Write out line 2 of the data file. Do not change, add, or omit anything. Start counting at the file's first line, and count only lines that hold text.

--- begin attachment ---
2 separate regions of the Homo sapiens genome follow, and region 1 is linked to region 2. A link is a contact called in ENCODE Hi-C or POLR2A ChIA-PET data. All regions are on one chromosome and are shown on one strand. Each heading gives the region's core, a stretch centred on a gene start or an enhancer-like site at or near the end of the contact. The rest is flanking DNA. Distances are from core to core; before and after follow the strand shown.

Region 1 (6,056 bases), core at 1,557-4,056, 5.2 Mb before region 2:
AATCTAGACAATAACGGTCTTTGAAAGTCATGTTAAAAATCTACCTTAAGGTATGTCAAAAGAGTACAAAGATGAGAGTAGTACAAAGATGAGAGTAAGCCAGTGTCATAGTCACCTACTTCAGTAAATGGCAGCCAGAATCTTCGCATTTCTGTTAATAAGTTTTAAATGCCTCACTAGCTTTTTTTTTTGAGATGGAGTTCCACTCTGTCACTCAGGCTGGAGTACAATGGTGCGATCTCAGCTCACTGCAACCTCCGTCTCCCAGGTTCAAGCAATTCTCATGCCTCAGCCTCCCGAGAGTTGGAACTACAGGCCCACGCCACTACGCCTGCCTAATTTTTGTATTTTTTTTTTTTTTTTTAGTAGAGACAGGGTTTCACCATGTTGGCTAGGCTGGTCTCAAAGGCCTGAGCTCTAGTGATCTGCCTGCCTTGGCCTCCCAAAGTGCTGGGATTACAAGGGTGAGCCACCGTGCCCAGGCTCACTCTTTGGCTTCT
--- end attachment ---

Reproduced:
Region 1 (6,056 bases), core at 1,557-4,056, 5.2 Mb before region 2: